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Title: Impact of Genetic Merit for Milk Somatic Cell Score of Sires and Maternal Grandsires on Herd Life of Their Daughters

item Miller, Robert
item Norman, H
item Wright, Janice
item Cole, John

Submitted to: Journal of Dairy Science
Publication Type: Peer Reviewed Journal
Publication Acceptance Date: 1/6/2009
Publication Date: 5/1/2008
Citation: Miller, R.H., Norman, H.D., Wright, J.R., Cole, J.B. 2008. Impact of Genetic Merit for Milk Somatic Cell Score of Sires and Maternal Grandsires on Herd Life of Their Daughters. Journal of Dairy Science. 92(5):2224-2228.

Interpretive Summary: The results of selecting AI bulls based on their breeding values for milk SCS were studied for Holstein and Jersey cows. Breeding value estimates of sires and maternal grandsires were combined and related to productive life, percent culled for mastitis and SCS of daughters. Consistent benefits were achieved as bulls' breeding values for SCS changed in the favorable direction (lower SCS). Productive life increased 5.70 and 4.73 mo, percent culled for mastitis decreased 7.0 and 5.8%, and first lactation SCS decreased 0.95 and 1.04. Genetic selection to lower SCS produces cows with fewer mastitis-related losses.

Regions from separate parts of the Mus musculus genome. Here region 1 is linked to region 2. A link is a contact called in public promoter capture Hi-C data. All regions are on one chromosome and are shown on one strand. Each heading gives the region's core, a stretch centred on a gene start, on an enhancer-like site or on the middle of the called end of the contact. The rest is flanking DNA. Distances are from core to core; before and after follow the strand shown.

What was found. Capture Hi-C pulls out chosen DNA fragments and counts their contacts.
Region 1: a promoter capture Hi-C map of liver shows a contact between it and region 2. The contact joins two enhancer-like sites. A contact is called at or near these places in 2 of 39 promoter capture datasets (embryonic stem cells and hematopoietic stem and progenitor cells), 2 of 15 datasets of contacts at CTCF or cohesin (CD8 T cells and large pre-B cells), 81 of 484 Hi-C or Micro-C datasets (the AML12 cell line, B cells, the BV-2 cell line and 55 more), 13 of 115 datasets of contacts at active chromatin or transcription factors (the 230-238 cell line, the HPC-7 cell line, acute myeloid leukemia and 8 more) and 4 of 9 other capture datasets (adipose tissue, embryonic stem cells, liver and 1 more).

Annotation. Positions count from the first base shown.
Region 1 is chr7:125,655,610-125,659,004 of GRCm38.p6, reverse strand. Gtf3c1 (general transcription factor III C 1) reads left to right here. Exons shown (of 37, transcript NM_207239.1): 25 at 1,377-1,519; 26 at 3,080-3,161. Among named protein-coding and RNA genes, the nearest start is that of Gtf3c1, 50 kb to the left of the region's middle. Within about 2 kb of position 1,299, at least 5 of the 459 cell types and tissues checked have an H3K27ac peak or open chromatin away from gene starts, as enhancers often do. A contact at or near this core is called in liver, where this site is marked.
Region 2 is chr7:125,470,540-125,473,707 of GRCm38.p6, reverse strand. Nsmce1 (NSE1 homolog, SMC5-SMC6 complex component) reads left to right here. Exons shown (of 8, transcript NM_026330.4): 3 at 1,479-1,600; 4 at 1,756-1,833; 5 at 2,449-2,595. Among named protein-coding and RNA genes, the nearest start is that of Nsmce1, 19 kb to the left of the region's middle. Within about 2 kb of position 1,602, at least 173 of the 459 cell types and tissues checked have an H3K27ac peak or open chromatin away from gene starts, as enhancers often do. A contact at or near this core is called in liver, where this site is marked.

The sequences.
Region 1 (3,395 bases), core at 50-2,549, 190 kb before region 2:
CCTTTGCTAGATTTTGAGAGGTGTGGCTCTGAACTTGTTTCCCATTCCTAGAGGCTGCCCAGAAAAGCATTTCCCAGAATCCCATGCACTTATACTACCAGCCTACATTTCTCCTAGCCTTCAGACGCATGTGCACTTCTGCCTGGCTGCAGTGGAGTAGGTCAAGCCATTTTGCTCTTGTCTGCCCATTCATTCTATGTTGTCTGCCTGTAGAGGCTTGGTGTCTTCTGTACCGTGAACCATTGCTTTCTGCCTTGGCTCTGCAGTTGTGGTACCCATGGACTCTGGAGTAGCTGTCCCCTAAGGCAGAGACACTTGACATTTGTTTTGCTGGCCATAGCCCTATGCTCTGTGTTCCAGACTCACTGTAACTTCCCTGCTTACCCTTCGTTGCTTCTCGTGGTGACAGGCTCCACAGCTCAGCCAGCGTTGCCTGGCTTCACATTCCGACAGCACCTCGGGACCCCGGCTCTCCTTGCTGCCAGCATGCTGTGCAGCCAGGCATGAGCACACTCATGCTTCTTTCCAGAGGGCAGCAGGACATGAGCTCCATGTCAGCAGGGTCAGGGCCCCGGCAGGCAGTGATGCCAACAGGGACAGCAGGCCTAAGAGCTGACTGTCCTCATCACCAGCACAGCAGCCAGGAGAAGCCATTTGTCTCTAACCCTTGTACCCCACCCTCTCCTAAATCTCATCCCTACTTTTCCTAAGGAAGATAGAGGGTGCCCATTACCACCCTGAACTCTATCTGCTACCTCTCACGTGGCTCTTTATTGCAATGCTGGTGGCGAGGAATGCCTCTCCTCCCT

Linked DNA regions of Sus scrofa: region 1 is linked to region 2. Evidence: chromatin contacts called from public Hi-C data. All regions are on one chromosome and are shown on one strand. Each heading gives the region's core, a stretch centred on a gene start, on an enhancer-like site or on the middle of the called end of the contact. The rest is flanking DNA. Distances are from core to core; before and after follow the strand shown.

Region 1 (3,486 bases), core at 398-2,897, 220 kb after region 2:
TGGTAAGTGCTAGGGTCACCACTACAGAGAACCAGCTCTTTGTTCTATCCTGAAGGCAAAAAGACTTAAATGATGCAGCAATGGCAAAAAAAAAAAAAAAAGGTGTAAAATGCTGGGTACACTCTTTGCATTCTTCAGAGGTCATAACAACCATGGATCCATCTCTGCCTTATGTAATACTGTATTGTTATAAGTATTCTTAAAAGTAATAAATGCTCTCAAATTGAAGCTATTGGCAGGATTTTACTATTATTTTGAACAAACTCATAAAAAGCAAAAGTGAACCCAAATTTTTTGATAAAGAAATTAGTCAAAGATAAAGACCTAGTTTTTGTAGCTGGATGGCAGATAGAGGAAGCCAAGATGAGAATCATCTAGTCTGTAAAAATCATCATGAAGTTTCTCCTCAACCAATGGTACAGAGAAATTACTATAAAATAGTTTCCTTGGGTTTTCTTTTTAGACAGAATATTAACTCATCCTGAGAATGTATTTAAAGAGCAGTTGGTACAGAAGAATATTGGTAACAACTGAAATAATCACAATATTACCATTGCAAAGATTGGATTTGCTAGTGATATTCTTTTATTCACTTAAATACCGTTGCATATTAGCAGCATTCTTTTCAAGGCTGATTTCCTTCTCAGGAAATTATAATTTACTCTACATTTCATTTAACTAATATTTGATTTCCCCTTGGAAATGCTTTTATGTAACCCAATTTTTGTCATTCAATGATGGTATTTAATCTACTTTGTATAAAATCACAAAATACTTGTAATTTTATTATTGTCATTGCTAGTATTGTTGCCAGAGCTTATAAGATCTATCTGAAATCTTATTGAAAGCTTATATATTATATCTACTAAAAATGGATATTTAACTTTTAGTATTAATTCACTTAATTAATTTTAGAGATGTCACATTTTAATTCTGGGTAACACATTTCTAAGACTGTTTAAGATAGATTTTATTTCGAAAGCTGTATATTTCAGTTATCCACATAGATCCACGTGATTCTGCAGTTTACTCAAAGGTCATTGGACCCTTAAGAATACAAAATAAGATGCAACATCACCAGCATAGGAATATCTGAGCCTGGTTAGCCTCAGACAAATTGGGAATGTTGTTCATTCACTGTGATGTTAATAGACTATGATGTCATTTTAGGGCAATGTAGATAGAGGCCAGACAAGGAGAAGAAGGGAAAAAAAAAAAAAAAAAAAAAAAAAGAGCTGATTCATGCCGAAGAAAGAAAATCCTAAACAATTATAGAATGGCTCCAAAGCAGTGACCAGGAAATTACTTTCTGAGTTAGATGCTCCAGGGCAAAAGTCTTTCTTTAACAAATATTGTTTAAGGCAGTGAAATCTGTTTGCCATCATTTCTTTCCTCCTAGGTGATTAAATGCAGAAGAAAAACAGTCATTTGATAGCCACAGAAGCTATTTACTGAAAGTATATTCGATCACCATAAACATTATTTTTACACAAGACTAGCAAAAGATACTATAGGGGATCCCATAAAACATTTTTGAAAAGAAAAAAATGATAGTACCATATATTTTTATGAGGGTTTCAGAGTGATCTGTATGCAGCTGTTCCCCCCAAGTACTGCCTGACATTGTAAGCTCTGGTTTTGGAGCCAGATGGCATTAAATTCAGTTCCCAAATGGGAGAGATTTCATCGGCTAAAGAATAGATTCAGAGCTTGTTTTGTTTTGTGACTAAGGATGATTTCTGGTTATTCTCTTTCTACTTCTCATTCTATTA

Technical Abstract: A retrospective study of the relationship between Productive Life (PL) of Holstein and Jersey cows and the estimated breeding values of their sires and maternal grandsires for SCS was conducted. Data included records from 2,626,425 Holstein and 142,725 Jersey cows. Data included cows' PL, whether culled for mastitis, and first-lactation mature equivalent (ME) SCS. Cows' sires and maternal grandsires were required to have been available through artificial insemination and to have PTA SCS evaluations based on 35 or more daughters. A weighted function (WPTA) of sire and maternal grandsire PTAs for SCS was used: (sire PTA + 0.5 MGS)/1.5. The model included effects of herd, birth year, and WPTA (WPTA was categorized into groups: <2.70, 2.70-2.79, ..., 3.20-3.29, >=3.30). For analysis of SCS, calving year and calving month were substituted for birth year. Differences among WPTA groups were highly significant: as WPTA increased, PL decreased while percent culled for mastitis and first-lactation SCS increased. The range in PL from lowest to highest WPTA was 5.70 mo for Holsteins and 4.73 mo for Jerseys. Corresponding differences for percent culled for mastitis were 7.0% and 5.8% and for SCS were 0.95 and 1.04 (for Holsteins and Jerseys, respectively). Although phenotypic studies suggest that cows with extremely low SCS are less resistant to mastitis, our results show consistent improvements in PL, percent culled for mastitis, and SCS of daughters when bulls are chosen for low PTA SCS.